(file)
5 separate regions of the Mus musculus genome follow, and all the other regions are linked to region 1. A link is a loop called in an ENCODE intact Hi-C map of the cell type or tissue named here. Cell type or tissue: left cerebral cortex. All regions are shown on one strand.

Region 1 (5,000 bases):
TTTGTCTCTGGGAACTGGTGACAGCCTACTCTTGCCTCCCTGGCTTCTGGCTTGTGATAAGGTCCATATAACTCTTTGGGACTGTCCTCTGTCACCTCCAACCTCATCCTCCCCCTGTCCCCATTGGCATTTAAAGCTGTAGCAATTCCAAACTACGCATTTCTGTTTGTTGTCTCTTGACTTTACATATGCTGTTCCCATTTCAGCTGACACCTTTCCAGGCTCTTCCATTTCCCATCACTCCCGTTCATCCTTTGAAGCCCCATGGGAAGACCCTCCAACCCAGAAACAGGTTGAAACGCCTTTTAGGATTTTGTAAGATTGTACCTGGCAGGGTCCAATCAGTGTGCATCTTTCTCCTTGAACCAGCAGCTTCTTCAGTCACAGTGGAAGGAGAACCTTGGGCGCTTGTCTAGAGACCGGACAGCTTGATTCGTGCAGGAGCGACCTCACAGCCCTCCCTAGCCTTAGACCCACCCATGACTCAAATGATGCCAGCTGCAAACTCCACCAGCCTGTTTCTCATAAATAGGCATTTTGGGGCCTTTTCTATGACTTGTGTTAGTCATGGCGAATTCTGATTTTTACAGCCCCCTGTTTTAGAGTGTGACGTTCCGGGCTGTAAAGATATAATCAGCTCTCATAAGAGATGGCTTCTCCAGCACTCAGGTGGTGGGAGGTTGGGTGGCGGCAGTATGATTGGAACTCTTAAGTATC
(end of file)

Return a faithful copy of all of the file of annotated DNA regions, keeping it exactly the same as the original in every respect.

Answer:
5 separate regions of the Mus musculus genome follow, and all the other regions are linked to region 1. A link is a loop called in an ENCODE intact Hi-C map of the cell type or tissue named here. Cell type or tissue: left cerebral cortex. All regions are shown on one strand.

Region 1 (5,000 bases):
TTTGTCTCTGGGAACTGGTGACAGCCTACTCTTGCCTCCCTGGCTTCTGGCTTGTGATAAGGTCCATATAACTCTTTGGGACTGTCCTCTGTCACCTCCAACCTCATCCTCCCCCTGTCCCCATTGGCATTTAAAGCTGTAGCAATTCCAAACTACGCATTTCTGTTTGTTGTCTCTTGACTTTACATATGCTGTTCCCATTTCAGCTGACACCTTTCCAGGCTCTTCCATTTCCCATCACTCCCGTTCATCCTTTGAAGCCCCATGGGAAGACCCTCCAACCCAGAAACAGGTTGAAACGCCTTTTAGGATTTTGTAAGATTGTACCTGGCAGGGTCCAATCAGTGTGCATCTTTCTCCTTGAACCAGCAGCTTCTTCAGTCACAGTGGAAGGAGAACCTTGGGCGCTTGTCTAGAGACCGGACAGCTTGATTCGTGCAGGAGCGACCTCACAGCCCTCCCTAGCCTTAGACCCACCCATGACTCAAATGATGCCAGCTGCAAACTCCACCAGCCTGTTTCTCATAAATAGGCATTTTGGGGCCTTTTCTATGACTTGTGTTAGTCATGGCGAATTCTGATTTTTACAGCCCCCTGTTTTAGAGTGTGACGTTCCGGGCTGTAAAGATATAATCAGCTCTCATAAGAGATGGCTTCTCCAGCACTCAGGTGGTGGGAGGTTGGGTGGCGGCAGTATGATTGGAACTCTTAAGTATC